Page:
Higher mortgage rates have put pressure on homebuyer incomes in 2022, putting some potential sellers on the sidelines. The new year may bring some relief through lower prices and weaker home prices, but don’t expect a surge in sales.
According to the National Association of Realtors, existing home sales fell for the 10th straight month in November as high mortgage rates combined with still high prices kept some buyers away. Pending home sales, the number of contract signings that precede the closing of a home sale, also fell, according to the trade group.
The data stands in contrast to the housing frenzy at this time last year. Pre-owned homes sold at a seasonally adjusted annual rate of 4.09 million in November, the lowest figure since the Covid-driven housing market shutdown in early 2020.
Comparing the most recent month’s home sales to the same month last year shows the magnitude of the turnaround. Existing homes sold at a rate of 6.33 million in November 2021, which is nearly 35% higher than the same month this year.
While bidding wars are still a factor, they are less prevalent than before in the pandemic.
data shows. About 40% of Redfin’s bids faced competition in November, the brokerage said last week, down from the roughly two-thirds of bids that saw bidding wars in November 2021.
House prices also lost steam. Data from the S&P CoreLogic Case-Shiller Home Price Indices released earlier this week showed that prices in the nation’s 20 largest metropolitan areas fell in October.
Less comprehensive measures of home price changes, such as the median existing home sale price, also retreated from an all-time high earlier this summer, falling 10.4% in November. On an annual basis, prices were 3.5% higher than a year ago – the slowest increase since June 2020.
Higher mortgage rates, which have been rising for much of the year as market participants implement tighter monetary policy, have cooled the hot pandemic housing market quickly. Industry forecasters expect total home sales to be around 5.8 million in 2022, down 16% from 2021.
National Association of Realtors and Mortgage Bankers Association.
The slide will continue next year: the four forecasters on average expect sales to fall by an average of an additional 13% in 2023, to a total of five million sales. Mortgage rates are only one part of the equation.
“Despite the recent decline in mortgage rates, we expect housing to continue to slow,” Fannie Mae Chief Economist Doug Duncan said in a statement accompanying the government-backed institution’s monthly forecast. In 2023, it will decrease to 4.6 million. “Home purchases remain out of reach for many as prices have soared over the past year and house prices remain high compared to pre-pandemic levels, although they have certainly slowed and fallen in some places.”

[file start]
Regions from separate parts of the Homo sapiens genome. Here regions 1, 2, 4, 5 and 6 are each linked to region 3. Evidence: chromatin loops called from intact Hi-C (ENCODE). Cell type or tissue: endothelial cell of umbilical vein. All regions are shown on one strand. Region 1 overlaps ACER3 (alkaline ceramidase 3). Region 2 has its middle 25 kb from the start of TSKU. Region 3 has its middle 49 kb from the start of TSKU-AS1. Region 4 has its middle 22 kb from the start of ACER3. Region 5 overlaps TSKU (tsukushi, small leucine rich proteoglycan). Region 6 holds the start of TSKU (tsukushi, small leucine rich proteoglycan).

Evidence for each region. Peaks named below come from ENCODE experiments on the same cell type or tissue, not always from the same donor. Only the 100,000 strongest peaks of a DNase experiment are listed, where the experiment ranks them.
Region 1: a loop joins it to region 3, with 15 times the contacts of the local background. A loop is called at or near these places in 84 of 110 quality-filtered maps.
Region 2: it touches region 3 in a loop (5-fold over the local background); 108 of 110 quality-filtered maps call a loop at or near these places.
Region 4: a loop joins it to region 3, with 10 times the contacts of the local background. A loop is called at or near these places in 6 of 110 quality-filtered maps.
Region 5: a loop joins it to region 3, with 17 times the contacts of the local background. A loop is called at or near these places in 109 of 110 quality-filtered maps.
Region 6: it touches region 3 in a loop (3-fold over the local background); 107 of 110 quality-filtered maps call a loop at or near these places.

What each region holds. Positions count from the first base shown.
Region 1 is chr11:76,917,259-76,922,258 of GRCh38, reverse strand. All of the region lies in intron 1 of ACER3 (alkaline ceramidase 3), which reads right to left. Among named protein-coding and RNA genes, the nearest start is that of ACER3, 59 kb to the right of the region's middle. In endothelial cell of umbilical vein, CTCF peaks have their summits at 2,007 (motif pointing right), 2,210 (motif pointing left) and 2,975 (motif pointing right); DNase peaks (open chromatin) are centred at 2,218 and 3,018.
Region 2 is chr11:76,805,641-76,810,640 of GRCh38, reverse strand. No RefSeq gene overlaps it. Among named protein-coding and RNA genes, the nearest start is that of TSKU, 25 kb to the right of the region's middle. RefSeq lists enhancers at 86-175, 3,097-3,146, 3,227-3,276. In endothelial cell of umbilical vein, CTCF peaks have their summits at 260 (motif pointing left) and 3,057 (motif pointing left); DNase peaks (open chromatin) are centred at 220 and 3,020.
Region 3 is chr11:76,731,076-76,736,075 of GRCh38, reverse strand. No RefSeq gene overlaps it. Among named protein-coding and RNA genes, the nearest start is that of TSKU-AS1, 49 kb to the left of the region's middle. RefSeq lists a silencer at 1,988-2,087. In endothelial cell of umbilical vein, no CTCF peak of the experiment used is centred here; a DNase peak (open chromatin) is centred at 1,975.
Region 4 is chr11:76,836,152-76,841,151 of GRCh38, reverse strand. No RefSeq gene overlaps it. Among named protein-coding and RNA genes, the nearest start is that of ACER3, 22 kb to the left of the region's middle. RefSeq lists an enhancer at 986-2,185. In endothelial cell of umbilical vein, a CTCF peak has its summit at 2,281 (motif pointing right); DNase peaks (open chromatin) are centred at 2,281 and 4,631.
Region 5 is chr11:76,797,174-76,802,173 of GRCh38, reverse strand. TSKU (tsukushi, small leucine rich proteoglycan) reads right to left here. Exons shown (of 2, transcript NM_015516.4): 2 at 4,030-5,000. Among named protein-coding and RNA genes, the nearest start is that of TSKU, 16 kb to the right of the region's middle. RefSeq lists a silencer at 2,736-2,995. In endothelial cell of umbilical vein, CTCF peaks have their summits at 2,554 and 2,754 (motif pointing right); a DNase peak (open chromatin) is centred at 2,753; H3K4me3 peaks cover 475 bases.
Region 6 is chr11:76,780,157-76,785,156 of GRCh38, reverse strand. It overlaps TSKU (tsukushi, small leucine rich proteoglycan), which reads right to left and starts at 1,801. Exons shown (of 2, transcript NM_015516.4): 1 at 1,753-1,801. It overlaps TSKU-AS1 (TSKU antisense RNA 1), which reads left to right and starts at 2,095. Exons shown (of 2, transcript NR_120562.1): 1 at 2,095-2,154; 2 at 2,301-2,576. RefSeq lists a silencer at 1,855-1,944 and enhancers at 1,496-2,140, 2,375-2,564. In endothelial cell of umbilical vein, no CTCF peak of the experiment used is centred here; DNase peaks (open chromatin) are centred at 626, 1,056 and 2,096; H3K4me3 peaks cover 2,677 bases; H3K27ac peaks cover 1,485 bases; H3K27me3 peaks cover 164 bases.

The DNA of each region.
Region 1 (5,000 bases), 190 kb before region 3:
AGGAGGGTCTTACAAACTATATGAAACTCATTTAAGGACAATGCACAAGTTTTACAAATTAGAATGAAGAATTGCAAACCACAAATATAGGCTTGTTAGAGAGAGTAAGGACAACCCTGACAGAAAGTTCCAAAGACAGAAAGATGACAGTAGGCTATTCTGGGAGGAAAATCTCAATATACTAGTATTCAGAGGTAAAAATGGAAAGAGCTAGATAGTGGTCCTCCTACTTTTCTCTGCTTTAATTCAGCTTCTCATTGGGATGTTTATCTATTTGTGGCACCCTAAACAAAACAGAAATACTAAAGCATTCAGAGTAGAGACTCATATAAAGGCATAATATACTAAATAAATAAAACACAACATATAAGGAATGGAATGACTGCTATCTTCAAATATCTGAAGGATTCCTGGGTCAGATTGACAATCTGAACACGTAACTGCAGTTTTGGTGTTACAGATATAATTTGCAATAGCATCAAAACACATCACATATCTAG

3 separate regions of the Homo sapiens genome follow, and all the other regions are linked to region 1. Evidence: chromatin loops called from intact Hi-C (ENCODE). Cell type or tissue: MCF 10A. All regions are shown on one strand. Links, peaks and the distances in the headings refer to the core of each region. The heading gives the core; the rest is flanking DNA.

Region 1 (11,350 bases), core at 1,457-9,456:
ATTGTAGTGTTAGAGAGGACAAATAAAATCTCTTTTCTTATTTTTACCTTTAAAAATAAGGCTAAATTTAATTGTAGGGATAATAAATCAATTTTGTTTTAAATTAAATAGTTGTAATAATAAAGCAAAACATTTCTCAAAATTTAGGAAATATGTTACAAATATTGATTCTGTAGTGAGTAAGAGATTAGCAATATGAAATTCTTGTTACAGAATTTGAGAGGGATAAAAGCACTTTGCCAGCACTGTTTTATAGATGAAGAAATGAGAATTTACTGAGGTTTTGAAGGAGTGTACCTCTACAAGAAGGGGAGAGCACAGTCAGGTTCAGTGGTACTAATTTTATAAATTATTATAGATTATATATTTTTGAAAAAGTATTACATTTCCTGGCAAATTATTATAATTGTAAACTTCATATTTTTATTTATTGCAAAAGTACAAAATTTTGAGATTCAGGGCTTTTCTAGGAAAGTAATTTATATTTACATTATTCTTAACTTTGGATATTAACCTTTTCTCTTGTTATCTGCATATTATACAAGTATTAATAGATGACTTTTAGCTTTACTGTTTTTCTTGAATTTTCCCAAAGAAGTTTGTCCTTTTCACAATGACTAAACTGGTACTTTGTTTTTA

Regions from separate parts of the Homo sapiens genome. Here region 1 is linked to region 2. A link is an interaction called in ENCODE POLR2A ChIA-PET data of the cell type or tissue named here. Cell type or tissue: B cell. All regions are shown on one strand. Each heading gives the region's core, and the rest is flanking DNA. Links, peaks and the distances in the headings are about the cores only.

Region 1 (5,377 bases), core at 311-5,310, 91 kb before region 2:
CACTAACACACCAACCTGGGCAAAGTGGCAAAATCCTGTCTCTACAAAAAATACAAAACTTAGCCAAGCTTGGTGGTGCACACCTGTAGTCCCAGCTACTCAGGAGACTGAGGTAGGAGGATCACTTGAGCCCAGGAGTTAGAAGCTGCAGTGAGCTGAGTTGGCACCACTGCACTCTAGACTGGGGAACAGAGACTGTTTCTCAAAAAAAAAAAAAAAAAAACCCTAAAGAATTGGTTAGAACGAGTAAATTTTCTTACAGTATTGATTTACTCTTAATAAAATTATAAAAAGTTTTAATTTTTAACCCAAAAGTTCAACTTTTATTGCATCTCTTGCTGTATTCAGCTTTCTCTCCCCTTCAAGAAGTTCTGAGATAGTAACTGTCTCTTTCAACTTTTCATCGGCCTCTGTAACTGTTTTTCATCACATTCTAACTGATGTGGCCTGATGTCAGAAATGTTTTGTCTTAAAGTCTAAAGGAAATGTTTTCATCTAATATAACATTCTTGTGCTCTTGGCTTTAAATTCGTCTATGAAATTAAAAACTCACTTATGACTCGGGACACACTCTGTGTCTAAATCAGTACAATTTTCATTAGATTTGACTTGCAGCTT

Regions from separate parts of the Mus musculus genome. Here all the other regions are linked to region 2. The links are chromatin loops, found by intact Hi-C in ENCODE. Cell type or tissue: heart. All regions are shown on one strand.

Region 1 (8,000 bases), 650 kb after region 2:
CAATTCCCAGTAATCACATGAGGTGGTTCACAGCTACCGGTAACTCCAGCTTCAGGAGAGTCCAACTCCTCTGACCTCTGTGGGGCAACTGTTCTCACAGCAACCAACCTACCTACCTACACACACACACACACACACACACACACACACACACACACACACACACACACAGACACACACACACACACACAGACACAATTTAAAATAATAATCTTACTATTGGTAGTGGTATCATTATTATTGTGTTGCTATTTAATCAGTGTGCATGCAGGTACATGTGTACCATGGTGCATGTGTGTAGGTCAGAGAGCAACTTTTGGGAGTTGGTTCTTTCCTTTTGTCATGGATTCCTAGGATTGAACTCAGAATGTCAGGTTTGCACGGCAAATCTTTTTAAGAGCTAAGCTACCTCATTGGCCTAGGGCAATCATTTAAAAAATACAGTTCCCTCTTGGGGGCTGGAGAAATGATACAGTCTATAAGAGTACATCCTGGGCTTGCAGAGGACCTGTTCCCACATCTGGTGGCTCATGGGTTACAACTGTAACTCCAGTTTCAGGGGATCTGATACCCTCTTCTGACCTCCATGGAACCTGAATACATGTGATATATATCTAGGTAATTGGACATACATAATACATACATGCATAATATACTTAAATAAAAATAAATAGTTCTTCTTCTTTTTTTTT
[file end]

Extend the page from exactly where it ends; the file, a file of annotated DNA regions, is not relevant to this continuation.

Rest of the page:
Forecasters expect average mortgage rates to retreat through 2023, but rates will still be higher than pre-pandemic lows. On average, forecasters expect mortgage rates to hover around 6.4% in the first quarter of 2023 before easing to 5.7% in the fourth quarter. The 30-year mortgage rate averaged 6.42% as of Dec. 29, up from 6.27% last week, according to data released today by Freddie Mac.
Estimates of home prices next year vary because different organizations base their forecasts on different indexes or data points. Despite changes in methodology, many forecasts predict that prices in 2023 will be flat or even lower than in 2022.
which predicts fluctuations in typical home values, predicts a 0.7% decline in values nationally from November 2022 to November 2023, according to its most recent forecast. According to Zillow, values in eight of the nation’s 10 largest metropolitan areas are expected to be lower than they were this November, with only Atlanta and Miami home prices projected to be higher through the end of November 2023.
Because prices are rising rapidly, such a decline will not erase the home value gains experienced during the pandemic. At $357,544, Zillow’s typical home value this November is nearly 44% higher than in November 2019.
The Mortgage Bankers Association’s December forecast calls for annual home price growth, as measured by the FHFA U.S. Home Price Index, to remain positive through most of 2023 before slowing to 0.6% year over year. The trade group expects the recession to continue through most of 2024.
Economists Mike Fratantoni and Joel Kahn wrote in a statement in mid-December: “Inventories of new homes are rising while demand remains fairly weak, and more builders are offering price discounts and other incentives to move properties.” They added that a low inventory of existing homes and a lack of difficult sales would “prevent a deeper decline in national home prices,” but said they expected more negative annual price changes than they had previously forecast.
Email Shaina Mishkin at firstname.lastname@example.org